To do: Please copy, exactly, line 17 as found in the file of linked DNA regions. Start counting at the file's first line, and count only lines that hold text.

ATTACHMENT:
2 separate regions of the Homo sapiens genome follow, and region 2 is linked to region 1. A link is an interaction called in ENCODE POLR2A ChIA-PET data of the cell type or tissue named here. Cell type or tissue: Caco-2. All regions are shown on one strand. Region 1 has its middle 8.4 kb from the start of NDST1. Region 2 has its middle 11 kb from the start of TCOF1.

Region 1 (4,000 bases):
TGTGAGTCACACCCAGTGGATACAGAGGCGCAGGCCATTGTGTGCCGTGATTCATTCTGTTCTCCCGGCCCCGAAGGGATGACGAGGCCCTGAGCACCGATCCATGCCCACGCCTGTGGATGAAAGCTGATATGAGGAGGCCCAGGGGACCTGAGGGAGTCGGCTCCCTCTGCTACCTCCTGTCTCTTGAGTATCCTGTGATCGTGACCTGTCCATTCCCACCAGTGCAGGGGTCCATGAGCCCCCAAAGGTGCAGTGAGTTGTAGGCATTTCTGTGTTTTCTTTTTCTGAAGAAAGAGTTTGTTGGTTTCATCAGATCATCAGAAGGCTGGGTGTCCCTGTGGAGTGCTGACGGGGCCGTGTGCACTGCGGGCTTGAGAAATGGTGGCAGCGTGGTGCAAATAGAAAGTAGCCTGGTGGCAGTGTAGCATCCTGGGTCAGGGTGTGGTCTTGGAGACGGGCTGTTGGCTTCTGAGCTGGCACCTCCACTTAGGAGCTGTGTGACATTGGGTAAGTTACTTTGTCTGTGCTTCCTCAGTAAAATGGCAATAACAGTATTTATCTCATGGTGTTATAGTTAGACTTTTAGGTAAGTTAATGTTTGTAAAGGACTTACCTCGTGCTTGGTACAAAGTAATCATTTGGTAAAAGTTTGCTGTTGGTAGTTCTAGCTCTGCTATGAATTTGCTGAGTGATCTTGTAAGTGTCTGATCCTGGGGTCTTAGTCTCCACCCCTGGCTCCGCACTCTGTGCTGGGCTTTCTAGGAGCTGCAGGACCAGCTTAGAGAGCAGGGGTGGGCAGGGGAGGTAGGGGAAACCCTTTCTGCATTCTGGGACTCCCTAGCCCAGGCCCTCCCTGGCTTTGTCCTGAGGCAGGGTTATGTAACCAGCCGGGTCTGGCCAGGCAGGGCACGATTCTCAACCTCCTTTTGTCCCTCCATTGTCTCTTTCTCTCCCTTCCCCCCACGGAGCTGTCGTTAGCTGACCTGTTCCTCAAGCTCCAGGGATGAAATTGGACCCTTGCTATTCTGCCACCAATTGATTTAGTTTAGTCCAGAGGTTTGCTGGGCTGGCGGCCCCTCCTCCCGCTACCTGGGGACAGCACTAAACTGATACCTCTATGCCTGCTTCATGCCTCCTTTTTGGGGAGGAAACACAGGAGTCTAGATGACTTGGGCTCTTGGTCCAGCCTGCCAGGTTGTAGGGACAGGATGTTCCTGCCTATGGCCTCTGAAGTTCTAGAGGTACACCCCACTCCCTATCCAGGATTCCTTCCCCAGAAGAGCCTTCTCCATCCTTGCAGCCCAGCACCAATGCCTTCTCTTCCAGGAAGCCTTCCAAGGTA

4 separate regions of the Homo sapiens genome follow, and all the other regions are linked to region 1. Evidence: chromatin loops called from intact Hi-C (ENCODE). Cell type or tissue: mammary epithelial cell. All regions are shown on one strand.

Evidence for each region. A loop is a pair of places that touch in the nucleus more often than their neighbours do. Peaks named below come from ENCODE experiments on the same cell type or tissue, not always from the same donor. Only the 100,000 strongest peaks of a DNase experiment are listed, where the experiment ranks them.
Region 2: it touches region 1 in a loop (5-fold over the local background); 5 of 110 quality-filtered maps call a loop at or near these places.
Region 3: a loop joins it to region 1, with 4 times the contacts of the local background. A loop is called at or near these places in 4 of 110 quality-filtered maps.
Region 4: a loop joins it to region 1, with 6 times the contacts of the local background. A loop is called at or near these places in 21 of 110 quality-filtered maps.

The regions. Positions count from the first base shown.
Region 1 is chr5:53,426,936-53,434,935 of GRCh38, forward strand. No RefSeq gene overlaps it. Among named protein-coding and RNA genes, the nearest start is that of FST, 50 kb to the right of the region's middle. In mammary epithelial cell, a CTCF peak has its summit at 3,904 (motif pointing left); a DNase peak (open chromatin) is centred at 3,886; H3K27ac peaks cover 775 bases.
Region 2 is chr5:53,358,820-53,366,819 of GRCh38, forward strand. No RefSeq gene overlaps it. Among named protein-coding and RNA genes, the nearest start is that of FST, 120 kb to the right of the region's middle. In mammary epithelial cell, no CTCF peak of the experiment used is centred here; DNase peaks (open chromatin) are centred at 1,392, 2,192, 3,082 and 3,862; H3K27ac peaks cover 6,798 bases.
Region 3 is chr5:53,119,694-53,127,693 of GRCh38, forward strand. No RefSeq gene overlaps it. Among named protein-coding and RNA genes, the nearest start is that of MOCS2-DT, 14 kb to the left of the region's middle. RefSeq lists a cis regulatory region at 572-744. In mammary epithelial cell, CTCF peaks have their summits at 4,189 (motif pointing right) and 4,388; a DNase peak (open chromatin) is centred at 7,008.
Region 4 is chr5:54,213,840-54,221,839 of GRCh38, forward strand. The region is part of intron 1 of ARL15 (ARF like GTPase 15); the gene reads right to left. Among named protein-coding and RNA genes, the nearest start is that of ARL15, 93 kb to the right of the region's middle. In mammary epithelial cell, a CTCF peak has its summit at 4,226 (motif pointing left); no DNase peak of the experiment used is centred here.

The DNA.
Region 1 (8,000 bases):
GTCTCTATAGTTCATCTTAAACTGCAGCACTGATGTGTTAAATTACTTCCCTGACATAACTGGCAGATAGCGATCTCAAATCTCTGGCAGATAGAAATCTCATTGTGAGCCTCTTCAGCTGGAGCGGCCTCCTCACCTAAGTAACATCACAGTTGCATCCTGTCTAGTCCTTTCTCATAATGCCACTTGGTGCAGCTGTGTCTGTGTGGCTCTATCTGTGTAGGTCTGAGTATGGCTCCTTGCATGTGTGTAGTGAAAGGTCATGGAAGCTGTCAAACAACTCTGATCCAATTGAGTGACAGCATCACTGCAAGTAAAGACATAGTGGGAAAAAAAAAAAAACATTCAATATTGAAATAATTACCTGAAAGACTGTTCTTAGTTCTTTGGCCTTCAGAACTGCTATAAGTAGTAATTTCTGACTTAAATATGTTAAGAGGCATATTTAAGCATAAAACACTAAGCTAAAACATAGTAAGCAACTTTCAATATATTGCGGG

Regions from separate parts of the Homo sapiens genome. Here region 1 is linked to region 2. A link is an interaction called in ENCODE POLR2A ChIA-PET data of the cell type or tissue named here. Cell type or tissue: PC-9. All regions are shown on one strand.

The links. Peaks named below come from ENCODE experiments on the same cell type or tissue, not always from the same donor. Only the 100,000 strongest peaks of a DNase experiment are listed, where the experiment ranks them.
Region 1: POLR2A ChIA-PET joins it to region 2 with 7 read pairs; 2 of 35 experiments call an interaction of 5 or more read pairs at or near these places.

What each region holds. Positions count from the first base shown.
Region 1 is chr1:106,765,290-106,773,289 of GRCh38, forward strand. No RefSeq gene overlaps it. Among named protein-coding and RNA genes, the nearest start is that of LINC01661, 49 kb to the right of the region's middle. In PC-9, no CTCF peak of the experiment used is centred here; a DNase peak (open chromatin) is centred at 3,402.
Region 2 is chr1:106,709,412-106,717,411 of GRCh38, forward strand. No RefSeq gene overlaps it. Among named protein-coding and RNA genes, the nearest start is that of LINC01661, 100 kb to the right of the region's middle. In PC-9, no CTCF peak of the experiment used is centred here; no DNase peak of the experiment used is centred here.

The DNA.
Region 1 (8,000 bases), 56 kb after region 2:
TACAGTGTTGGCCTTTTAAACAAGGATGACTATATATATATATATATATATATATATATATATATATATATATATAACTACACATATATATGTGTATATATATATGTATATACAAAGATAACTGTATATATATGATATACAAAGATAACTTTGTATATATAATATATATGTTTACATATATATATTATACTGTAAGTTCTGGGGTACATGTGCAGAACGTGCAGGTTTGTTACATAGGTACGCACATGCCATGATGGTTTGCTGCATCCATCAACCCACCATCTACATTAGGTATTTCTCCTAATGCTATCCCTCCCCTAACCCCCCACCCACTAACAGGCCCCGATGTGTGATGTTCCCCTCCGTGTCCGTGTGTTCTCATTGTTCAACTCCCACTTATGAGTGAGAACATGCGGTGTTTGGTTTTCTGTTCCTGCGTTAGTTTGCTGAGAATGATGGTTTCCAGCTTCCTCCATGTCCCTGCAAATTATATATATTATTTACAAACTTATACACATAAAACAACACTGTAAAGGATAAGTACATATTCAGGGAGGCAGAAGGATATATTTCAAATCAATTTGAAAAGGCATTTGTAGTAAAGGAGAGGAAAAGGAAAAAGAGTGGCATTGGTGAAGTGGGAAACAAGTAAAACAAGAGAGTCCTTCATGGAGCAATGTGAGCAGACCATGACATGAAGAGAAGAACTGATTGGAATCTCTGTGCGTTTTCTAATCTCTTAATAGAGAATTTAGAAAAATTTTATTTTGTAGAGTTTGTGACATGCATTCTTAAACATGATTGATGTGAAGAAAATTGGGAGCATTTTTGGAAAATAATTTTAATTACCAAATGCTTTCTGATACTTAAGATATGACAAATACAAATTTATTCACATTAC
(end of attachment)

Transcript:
Regions from separate parts of the Homo sapiens genome. Here region 1 is linked to region 2. A link is an interaction called in ENCODE POLR2A ChIA-PET data of the cell type or tissue named here. Cell type or tissue: PC-9. All regions are shown on one strand.